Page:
It’s All For You

 ◊  Saint Cuthbert, pray for us

Do we dare say it, “it’s all for you”?

The winters marked the Earth
Its floor with frozen glass
You slip into my arms
And you quickly correct yourself

Your freezing speech bubbles
Seem to hold your words aloft
I want the smoky clouds of laughter
To swim about me forever more

I will race you to the waterside
And from the edge of Ireland shout out loud
So they could hear it in America
It’s all for you

The shells crack under our shoes
Like punctuation points
The planets bend between us
A hundred million suns and stars

The sea filled in this silence
Before you said those words
And now even in the darkness
I can see how happy you are

I will race you to the waterside
And from the edge of Ireland shout out loud
So they could hear it in a America
It’s all for you

It’s all for you (x4)

— Snow Patrol, “The Planets Between Us” (sound clip, video)

Many beautiful love songs apply to God and us as much as for two people in love. After all, God is love. That makes Him a lover too. This song in particular is heart-warmingly haunting. Not only the tone of the music, but especially the rising crescendo at the ending. It seems almost too good to be true.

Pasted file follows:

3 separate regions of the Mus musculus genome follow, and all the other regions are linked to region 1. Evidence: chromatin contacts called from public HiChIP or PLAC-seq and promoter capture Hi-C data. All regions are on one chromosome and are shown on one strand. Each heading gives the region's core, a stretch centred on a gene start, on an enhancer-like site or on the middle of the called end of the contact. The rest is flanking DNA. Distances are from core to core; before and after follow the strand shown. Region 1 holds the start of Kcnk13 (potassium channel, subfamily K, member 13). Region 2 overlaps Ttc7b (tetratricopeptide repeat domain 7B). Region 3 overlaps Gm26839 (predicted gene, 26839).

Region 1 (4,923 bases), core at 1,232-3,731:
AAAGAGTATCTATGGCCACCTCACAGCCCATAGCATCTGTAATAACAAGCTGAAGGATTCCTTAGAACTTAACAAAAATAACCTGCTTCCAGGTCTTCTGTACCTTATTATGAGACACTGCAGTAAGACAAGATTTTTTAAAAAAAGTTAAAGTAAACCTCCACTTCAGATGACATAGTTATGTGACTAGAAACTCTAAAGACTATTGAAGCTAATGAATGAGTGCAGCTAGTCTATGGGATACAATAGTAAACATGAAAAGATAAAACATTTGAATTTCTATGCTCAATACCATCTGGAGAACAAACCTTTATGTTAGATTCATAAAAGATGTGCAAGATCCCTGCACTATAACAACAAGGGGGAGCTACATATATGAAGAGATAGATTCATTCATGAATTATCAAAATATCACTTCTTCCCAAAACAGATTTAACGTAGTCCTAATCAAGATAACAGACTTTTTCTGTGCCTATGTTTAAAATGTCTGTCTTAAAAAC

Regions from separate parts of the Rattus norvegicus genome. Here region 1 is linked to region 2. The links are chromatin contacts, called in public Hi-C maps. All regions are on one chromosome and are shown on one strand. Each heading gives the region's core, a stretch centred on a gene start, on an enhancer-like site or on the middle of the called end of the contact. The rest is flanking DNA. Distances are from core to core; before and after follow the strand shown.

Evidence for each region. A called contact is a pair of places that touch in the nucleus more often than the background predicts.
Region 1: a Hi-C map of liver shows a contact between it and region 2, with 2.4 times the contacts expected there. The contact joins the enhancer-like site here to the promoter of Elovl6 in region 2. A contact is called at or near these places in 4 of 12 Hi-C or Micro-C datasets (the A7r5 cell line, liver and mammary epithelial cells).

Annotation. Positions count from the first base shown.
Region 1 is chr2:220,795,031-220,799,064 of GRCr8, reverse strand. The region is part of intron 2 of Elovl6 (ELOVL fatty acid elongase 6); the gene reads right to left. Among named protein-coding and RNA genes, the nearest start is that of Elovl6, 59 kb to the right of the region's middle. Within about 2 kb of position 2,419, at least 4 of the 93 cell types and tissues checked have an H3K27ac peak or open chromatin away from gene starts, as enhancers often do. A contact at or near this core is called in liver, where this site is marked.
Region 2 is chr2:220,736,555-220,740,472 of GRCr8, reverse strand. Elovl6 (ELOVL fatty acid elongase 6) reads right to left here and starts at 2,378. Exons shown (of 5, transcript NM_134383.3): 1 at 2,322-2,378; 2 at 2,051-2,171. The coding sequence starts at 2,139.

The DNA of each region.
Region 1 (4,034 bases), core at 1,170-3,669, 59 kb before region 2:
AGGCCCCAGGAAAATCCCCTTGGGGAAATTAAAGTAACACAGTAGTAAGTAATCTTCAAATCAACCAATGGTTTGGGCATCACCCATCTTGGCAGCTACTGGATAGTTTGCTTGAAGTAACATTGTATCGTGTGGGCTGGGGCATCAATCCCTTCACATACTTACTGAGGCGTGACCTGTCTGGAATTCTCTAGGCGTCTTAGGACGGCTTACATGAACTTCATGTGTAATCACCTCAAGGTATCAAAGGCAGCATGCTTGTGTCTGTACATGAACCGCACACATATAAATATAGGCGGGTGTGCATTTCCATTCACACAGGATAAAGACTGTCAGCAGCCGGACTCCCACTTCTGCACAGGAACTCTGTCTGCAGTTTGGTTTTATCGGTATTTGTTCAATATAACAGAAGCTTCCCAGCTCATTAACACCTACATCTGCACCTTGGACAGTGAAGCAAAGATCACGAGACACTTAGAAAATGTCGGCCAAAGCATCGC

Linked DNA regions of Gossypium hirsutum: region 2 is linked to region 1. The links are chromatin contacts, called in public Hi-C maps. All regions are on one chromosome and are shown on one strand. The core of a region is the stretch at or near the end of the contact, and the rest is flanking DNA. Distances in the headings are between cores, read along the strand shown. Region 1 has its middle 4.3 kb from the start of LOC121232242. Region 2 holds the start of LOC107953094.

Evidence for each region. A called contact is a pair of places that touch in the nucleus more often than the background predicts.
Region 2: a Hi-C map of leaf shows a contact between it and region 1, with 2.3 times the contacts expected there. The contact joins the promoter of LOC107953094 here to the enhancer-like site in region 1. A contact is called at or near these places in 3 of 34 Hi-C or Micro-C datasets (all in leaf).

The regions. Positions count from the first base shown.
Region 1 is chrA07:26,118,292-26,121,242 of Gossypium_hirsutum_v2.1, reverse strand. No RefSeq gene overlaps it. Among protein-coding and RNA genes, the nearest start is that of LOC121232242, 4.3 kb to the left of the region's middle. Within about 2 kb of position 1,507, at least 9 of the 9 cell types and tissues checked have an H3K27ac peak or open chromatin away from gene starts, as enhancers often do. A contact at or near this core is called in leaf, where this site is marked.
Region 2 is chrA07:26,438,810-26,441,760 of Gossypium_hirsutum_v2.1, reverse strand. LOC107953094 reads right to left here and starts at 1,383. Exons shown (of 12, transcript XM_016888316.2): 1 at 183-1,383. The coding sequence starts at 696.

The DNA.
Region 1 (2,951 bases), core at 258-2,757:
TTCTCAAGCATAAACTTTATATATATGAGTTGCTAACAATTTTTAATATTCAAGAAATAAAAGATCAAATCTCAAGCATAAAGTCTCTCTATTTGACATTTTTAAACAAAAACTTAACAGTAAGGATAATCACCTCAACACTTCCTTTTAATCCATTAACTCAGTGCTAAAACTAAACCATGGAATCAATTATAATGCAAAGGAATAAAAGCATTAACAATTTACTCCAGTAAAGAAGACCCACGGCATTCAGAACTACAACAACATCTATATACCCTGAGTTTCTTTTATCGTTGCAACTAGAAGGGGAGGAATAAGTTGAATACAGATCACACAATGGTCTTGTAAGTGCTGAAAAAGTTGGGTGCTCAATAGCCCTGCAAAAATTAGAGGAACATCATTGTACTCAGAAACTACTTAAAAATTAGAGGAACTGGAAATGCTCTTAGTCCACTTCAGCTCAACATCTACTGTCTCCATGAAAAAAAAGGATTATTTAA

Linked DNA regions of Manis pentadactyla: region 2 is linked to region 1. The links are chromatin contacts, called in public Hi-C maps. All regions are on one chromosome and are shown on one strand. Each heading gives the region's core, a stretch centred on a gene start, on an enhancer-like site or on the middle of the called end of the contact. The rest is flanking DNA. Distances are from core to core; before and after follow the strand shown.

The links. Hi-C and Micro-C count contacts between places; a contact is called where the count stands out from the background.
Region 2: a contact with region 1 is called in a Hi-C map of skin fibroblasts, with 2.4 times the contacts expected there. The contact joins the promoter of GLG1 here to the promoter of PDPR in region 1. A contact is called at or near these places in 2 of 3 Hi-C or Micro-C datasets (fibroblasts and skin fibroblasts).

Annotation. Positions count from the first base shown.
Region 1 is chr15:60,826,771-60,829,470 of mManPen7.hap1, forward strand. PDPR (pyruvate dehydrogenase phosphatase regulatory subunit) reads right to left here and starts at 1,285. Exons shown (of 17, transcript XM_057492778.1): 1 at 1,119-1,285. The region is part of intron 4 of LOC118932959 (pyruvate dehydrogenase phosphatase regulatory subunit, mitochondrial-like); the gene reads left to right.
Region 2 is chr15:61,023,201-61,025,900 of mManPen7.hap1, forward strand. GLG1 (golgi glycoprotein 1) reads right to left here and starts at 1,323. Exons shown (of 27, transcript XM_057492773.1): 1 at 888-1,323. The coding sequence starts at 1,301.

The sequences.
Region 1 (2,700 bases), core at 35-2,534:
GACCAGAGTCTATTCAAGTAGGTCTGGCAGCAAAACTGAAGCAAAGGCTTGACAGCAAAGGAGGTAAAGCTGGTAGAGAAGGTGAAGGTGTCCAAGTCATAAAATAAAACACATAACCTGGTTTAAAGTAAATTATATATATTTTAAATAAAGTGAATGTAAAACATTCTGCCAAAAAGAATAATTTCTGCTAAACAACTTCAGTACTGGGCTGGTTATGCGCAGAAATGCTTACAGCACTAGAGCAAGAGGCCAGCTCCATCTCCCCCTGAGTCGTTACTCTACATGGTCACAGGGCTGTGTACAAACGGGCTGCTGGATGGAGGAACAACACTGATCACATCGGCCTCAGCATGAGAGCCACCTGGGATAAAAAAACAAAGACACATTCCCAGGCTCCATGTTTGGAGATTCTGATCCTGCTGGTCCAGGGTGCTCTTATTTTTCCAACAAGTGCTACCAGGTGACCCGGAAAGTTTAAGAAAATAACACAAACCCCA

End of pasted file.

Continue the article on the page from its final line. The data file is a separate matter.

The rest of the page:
Contemporary skeptics about God or even about humanity would say that it is presumptuous to say that “It’s all for you”, implying that this world, this universe was made just for us humans. In a way, it is. But it is not just about us; it’s about everything, all of creation is for all of creation. Also, if it is for us, then we have a responsibility to it, and to God the Giver of the gift.

Parts of this song remind me of a poem by St. Francis of Assisi, “God Too Would Kneel Down”, where God would travel around the world and be with people who are weeping, laughing, and worshiping. Here, God is singing to me, how my laughter is important to Him, how my presence is important to Him. I am reminded of the old father in the Lost Son parable (aka the Prodigal Son) running to meet his lost son, but this time, God is racing with me to the edge of the land, to shout across the ocean about His love for me. And I’m going to shout my love for God.

Then the lyrics kind of juxtapose themselves. Is it God singing to me, or me singing to God, or both? The silence, “before you said those words”. What words? Whose words? Words of love? Faith? Trust? Hope? Remember, it is both of us expressing these words.

America, a symbol of the modern world, can you hear God’s words? Can you hear mine? Do you dare take responsibility that it might just be all for us? That we all are here for each of us?

“They shall name him Emmanuel, which means ‘God is with us.’” (Matthew 1:23)